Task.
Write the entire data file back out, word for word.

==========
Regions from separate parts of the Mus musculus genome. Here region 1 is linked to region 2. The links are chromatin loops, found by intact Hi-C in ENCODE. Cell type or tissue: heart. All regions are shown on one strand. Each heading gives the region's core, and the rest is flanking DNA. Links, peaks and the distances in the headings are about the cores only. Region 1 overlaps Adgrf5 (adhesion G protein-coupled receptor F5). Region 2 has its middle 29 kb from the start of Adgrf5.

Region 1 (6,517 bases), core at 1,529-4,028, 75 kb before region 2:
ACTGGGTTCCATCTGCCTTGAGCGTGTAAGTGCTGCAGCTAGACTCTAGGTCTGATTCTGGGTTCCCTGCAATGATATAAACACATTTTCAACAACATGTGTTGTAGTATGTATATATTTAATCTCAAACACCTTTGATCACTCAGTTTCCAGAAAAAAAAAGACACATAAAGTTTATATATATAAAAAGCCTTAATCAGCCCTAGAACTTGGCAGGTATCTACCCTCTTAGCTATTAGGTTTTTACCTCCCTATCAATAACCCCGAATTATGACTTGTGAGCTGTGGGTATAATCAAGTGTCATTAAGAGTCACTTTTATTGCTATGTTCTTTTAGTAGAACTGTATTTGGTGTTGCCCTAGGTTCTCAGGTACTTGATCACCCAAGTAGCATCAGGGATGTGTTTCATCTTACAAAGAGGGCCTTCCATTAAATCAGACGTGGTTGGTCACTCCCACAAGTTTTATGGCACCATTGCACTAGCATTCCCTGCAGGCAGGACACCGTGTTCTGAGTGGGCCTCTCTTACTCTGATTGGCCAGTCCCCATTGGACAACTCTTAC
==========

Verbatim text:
Regions from separate parts of the Mus musculus genome. Here region 1 is linked to region 2. The links are chromatin loops, found by intact Hi-C in ENCODE. Cell type or tissue: heart. All regions are shown on one strand. Each heading gives the region's core, and the rest is flanking DNA. Links, peaks and the distances in the headings are about the cores only. Region 1 overlaps Adgrf5 (adhesion G protein-coupled receptor F5). Region 2 has its middle 29 kb from the start of Adgrf5.

Region 1 (6,517 bases), core at 1,529-4,028, 75 kb before region 2:
ACTGGGTTCCATCTGCCTTGAGCGTGTAAGTGCTGCAGCTAGACTCTAGGTCTGATTCTGGGTTCCCTGCAATGATATAAACACATTTTCAACAACATGTGTTGTAGTATGTATATATTTAATCTCAAACACCTTTGATCACTCAGTTTCCAGAAAAAAAAAGACACATAAAGTTTATATATATAAAAAGCCTTAATCAGCCCTAGAACTTGGCAGGTATCTACCCTCTTAGCTATTAGGTTTTTACCTCCCTATCAATAACCCCGAATTATGACTTGTGAGCTGTGGGTATAATCAAGTGTCATTAAGAGTCACTTTTATTGCTATGTTCTTTTAGTAGAACTGTATTTGGTGTTGCCCTAGGTTCTCAGGTACTTGATCACCCAAGTAGCATCAGGGATGTGTTTCATCTTACAAAGAGGGCCTTCCATTAAATCAGACGTGGTTGGTCACTCCCACAAGTTTTATGGCACCATTGCACTAGCATTCCCTGCAGGCAGGACACCGTGTTCTGAGTGGGCCTCTCTTACTCTGATTGGCCAGTCCCCATTGGACAACTCTTAC